PROFESSORS RECOGNIZED FOR EXCELLENCE IN TEACHING
Professors Jennifer Martin, Child and Youth Care ’04, and Sharon Wong hail from different schools in the Faculty of Community Services (FCS), but they share one thing in common: they’re both award-winning teachers.
Specifically, Martin and Wong are the FCS recipients of the 2016 Deans’ Teaching Award, which recognizes excellence in instruction.
A professor in Child and Youth Care (CYC), Martin is a leading expert on some of the field’s most challenging themes and issues, such as sexual abuse treatment, trauma-informed care and online images of child sexual abuse. While addressing those subjects in the classroom, Martin is sensitive to the fact they could cause some students to experience vicarious trauma. Therefore, to help students safely absorb course content, Martin integrates innovative stress-reduction approaches into her teaching. For example, she leads mindfulness exercises, initiates discussions about self-care and encourages students to explore their thoughts in a private journal. “I’m trying to create a safe classroom,” says Martin. “My hope is that students will internalize and apply those lessons so they can create safe places for children and families.”
Martin’s commitment to students’ well-being comes as no surprise to Kiaras Gharabaghi, director of the School of CYC. When nominating Martin for the Deans’ Teaching Award, Gharabaghi praised her passion, sincerity and “incredible heart.” He also noted her interest in teaching students how to connect with vulnerable children and youth using leading-edge interventions, such as cyber counselling and the therapeutic and safe use of social media.
“I have a wonderful opportunity to follow my dreams, do research and create new knowledge at Ryerson,” says Martin. “It’s such a joy to bring all that to the classroom.”
Like Martin, Wong is also keen to provide students with a high-quality learning experience – especially because she teaches a required upper-year course on research methods that involves statistics, a topic many students initially find daunting. A dietitian and a professor in Nutrition, Wong also teaches students how to use the software program SPSS Statistics. “Many students aren’t fond of working with numbers. It can seem intimidating at first,” admits Wong. “At the end of the term, though, students send me emails that say ‘I never thought I’d like research and statistics, but I do now.’ ”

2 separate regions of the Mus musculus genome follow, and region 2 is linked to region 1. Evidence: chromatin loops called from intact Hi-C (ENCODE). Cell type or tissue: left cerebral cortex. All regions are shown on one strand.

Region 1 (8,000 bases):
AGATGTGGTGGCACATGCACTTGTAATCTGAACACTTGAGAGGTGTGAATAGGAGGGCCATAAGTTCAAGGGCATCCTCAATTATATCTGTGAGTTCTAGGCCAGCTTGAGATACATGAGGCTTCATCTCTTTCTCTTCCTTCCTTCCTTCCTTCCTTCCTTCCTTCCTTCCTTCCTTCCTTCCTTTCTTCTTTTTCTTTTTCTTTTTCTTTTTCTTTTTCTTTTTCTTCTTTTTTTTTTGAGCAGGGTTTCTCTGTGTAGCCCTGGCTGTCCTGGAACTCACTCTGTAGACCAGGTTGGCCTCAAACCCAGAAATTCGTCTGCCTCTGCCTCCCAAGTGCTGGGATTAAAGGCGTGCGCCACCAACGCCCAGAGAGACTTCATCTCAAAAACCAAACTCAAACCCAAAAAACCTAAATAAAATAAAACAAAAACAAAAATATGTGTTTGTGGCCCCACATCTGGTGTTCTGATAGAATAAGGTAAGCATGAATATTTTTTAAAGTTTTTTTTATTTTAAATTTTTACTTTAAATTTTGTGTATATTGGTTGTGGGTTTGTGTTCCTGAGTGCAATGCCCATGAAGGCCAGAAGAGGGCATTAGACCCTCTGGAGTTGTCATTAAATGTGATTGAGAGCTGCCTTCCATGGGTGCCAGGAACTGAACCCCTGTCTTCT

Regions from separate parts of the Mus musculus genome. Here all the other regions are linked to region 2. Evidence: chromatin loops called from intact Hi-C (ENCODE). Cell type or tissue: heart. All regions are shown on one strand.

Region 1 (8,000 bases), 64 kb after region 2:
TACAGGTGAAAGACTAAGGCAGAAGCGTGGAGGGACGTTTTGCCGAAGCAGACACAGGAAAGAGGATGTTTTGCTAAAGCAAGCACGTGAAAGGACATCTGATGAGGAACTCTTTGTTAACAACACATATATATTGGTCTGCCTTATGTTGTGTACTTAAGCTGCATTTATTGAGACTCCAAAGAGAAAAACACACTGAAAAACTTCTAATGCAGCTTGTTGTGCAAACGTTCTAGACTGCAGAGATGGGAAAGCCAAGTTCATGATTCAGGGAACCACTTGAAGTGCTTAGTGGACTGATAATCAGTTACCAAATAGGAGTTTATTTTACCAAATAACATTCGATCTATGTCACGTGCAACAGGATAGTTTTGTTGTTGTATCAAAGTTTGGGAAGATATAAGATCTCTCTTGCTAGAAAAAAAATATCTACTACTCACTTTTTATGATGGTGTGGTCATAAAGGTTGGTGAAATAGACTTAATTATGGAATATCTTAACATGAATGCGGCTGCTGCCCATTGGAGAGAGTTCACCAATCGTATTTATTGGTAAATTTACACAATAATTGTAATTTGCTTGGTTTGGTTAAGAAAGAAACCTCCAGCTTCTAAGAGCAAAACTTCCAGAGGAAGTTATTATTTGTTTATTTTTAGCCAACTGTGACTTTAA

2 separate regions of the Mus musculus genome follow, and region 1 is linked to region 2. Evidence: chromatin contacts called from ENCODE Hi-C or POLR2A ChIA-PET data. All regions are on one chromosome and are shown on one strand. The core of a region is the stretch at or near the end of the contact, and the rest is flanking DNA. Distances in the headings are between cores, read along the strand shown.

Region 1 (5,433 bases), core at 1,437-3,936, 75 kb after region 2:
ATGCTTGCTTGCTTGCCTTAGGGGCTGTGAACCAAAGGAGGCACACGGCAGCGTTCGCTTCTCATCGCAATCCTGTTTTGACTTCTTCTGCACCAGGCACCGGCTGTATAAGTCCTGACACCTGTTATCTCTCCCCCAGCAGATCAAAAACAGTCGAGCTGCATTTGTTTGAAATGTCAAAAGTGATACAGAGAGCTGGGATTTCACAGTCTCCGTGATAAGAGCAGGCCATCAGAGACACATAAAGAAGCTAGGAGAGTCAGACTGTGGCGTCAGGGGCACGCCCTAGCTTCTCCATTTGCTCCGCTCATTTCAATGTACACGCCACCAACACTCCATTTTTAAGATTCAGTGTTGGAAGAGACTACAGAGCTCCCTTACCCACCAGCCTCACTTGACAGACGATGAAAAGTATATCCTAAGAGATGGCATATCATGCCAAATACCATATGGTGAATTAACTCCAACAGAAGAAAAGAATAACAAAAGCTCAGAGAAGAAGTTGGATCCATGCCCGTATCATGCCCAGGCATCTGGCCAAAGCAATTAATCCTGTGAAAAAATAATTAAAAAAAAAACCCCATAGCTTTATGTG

So how does Wong help students overcome their aversion to statistics? By creating a warm, welcoming atmosphere in the classroom and by using “vivid examples” that are relevant to their lives, her students report. Wong is very aware of the need to find creative ways to explain complex concepts. She developed and teaches Knowledge Translation, the first graduate-level nutrition course of its kind. Knowledge Translation is a growing area of importance in nutrition communication. “Rather than just giving out information, it’s more powerful for dietitians to take a user-centred approach and help clients effectively apply their knowledge,” says Wong.
Cultural differences, for example, can affect what a client does with nutrition information. Therefore, Wong says, dietitians must be aware of their clients’ unique needs and tailor information accordingly. That philosophy also applies to Wong’s work in the classroom. “I start classes by asking students how they’re doing and what’s happening. I want real answers. How are they finding the course so far? What concepts are they struggling with? We can’t start learning until we know where each person is at,” she says.